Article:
University of Illinois Law Review
Linda McClain's book, The Place of Families: Fostering Capacity, Equality, and Responsibility, offers a thoughtful approach to government policy in family matters, grounded on what McClain calls “toleration as respect,” in which the government has a role in improving individuals and social institutions, while valuing personal and collective self-government and making a range of choices available. McClain's approach combines elements of liberalism, feminism, and civic republicanism. In the context of considering McClain's proposals regarding marital equality, same-sex marriage, abortion, and sex education, this review essay considers the problem of persuasion and social reform. In a country where many voters and officials do not share the values and proposals McClain endorses, how would one go about effecting the reforms she wants? This review essay, using examples from sex education and same-sex marriage, considers the possibilities, and limits, associated with finding points of agreement, or seeking the common ground of consequentialism.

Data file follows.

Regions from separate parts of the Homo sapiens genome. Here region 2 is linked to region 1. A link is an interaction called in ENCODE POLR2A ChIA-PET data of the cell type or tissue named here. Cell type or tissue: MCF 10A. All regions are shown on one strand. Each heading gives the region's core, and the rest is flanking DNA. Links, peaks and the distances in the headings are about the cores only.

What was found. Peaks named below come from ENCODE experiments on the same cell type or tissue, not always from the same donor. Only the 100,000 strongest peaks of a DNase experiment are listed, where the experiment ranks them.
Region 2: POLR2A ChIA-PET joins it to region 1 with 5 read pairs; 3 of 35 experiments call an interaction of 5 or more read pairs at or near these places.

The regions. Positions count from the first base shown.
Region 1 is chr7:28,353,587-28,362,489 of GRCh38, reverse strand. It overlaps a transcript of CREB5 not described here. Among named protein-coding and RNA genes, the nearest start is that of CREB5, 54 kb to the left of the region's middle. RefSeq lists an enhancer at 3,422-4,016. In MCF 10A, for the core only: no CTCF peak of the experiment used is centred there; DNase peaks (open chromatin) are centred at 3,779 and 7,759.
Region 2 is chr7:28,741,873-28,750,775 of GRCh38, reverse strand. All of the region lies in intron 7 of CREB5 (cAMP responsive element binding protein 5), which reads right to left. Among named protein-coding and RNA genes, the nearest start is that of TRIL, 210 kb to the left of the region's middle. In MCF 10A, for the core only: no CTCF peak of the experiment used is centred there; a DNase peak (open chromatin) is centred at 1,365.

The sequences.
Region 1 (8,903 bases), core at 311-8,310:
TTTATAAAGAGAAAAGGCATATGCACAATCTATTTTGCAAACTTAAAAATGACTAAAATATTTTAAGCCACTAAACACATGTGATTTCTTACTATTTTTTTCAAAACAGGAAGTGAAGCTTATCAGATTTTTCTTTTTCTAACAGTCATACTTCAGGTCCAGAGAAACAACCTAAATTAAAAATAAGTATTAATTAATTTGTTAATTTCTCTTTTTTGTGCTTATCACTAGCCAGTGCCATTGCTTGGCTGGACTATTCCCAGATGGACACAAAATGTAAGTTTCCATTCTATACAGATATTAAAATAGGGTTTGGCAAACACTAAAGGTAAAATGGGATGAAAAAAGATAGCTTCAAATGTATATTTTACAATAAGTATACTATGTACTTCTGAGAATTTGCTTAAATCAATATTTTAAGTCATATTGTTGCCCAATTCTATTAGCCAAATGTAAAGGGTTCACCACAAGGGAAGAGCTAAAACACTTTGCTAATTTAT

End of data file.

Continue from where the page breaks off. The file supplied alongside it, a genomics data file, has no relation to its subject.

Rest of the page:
Brian H. Bix, Perfectionist Policies in Family Law, 2007 U. Ill. L. Rev. 1055 (2007), available at http://scholarship.law.umn.edu/faculty_articles/199.